Flushing pipes with acid?

I have a question and I don’t know where else to find answers- this past summer my sister was taking a shower. Plumbers were downstairs doing repairs/remodeling, and we can’t figure out what happened, but she was later found in the tub with burns covering 70% of her body. Doctors believe they’re chemical burns, but something went wrong with the water heater and the pipes burst the next day, flooding the downstairs area.
Is it normal for pipes to be flushed with corrosive chemicals ie hydrochloric acid? I can imagine pipes would have been turned off first? And if pipes are flushed, how much is typically used?
Any information would be incredibly helpful.

Is the downstairs part of your home or is it an apartment?

Professional plumbers use power snakes to clear drains but if it is a floor drain I have seen them use a crystal treatment to control tree roots; very rare.

Have you checked with the plumbers as to what was done?

Were they handymen or licensed plumbers?

It is a 3 story home, and the accident happened on the 2nd floor. This happened in the Middle East where my family was living at the time- in Dubai, and the landlord has refused to cooperate. The police are so incredibly slow and unhelpful as well.

We’ve given up on filing suit or pursuing a legal investigation, but we’re looking for answers for personal closure.

The chemical shot out through the showerhead in a short burst, but just enough to burn one side of her face and her back. It looks like it was a thick liquid, since the burn lines are straight and there are no drip marks. Hope that helps…

Alex there should be no form of acid used to clean domestic water lines acid is some times used but not recommended in drain lines but never domestic water lines. In countries outside the U.S. one would not know what they use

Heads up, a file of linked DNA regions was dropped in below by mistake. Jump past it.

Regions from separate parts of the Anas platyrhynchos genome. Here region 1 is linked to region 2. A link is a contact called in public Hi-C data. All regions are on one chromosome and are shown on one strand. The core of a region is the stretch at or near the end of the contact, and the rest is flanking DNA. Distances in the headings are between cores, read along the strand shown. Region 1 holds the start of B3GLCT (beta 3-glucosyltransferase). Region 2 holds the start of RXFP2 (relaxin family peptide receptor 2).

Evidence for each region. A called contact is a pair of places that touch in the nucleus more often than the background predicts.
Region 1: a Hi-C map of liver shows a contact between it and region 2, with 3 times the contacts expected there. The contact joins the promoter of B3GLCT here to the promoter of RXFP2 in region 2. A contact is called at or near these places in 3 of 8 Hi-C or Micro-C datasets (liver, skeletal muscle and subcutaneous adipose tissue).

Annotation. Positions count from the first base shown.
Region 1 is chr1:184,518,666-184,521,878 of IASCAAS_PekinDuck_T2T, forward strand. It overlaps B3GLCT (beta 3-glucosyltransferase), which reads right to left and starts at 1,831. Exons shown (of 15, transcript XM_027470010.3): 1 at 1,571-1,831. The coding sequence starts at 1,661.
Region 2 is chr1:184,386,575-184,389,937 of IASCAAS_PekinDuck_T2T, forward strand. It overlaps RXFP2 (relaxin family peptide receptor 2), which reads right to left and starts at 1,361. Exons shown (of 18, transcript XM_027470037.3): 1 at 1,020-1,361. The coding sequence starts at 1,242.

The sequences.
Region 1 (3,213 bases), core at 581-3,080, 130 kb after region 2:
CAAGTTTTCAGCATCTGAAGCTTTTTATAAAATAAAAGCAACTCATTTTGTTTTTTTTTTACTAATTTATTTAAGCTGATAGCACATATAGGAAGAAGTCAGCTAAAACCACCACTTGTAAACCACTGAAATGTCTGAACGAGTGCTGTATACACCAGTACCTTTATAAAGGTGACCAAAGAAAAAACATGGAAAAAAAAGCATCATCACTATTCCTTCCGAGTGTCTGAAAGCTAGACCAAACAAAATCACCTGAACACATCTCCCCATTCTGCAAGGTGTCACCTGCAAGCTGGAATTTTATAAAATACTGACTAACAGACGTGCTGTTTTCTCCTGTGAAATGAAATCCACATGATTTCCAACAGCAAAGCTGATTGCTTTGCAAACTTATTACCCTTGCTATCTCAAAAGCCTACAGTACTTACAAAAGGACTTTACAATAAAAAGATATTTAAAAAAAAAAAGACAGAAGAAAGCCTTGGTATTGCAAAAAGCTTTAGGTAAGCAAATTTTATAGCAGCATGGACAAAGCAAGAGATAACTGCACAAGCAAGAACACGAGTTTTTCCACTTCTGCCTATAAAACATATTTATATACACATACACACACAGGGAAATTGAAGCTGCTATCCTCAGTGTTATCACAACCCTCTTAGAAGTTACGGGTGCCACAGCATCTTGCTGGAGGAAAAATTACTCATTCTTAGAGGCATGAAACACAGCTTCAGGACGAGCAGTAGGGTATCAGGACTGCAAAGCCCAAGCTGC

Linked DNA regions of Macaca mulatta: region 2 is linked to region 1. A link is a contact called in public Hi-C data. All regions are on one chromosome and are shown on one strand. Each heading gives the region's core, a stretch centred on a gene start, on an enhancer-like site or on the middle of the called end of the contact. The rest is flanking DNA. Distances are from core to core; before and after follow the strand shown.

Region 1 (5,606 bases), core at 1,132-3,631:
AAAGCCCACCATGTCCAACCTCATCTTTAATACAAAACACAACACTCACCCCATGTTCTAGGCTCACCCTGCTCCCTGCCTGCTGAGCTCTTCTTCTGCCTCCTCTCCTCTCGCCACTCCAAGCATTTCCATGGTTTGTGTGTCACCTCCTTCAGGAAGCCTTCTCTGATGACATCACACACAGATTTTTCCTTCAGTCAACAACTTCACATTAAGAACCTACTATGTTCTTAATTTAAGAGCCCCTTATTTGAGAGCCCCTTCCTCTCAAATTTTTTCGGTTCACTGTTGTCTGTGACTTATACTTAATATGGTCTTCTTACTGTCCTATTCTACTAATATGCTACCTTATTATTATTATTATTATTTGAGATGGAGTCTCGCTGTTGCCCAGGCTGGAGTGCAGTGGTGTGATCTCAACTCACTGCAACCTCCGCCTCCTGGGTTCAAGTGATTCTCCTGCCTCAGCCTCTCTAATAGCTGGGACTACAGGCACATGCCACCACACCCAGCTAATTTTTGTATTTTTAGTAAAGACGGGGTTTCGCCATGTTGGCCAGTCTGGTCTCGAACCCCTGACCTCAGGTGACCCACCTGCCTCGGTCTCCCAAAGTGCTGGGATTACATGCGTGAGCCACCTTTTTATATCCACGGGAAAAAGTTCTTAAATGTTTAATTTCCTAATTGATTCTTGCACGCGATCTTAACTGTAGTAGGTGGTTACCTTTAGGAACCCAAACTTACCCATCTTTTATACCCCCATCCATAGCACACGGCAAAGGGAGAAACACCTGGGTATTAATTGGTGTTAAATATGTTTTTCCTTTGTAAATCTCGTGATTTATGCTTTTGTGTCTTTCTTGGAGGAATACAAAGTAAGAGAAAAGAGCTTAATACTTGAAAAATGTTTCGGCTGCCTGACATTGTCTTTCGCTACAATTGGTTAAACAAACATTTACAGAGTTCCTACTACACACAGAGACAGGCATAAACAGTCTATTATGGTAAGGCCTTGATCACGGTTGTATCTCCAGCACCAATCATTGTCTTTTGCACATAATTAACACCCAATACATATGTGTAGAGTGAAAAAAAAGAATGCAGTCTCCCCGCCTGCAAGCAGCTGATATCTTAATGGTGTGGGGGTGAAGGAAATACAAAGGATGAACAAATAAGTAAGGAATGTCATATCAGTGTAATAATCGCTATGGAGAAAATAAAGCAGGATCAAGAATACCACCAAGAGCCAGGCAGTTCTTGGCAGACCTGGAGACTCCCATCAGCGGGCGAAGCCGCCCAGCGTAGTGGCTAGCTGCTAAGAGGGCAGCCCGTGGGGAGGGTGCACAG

It is possible that the water was heated through a coil and because of the composition of the water (hard water) the inside of the pipes was becoming restricted (buildup). They might have cleaned out the coil with an acid that is supposed to loosen the restriction in the pipes and did not flush the lines properly.

Wish I saw this earlier.
I was having a discussion with a client about hydrocloric acid,and yes it will burn your skin and yes many non -professional plumbers use it.

Were you home at the time and did the air smell like rotten eggs when they were working?

What if they were using sulfuric acid to clean the drains? That could have shot up from a lower shower couldn’t it? I’ve seen that used on drains and it practically explodes. It would also cause chemical burns to skin. Maybe it wasn’t the shower head it came out of.

In the US there are devices and procedures to prevent cross contamination of the water supply.

These procedures and devices obviously were not used in this case.

Also is does not have to be acid. There are other chemicals that burn.

The main issue was that the water supply was contaminated and not properly purged if done intentionally.

This is one of those dangers when living in another country.
I have seen all kinds of crazy things that would never be allowed in this country.
I was poisoned two times by washed food, and a friend almost lost an arm because of the water in South Korea.
A good thing that you didn’t drink the water!

Robert- Her friend who found her in the bathtub has said the bathroom smelled like burning meat/rotten food, which led me to immediately think sulfur when she told me.

And Dominic, whatever came out of the pipes came must have come through the showerhead, as her legs and feet were left untouched.

I truly appreciate everyone’s responses!

Terrible situation and if it invoves a court suit,an inspector could probably determine where or how it could have been introduced if true.
There would also be residue.

As you stated it occured in another country.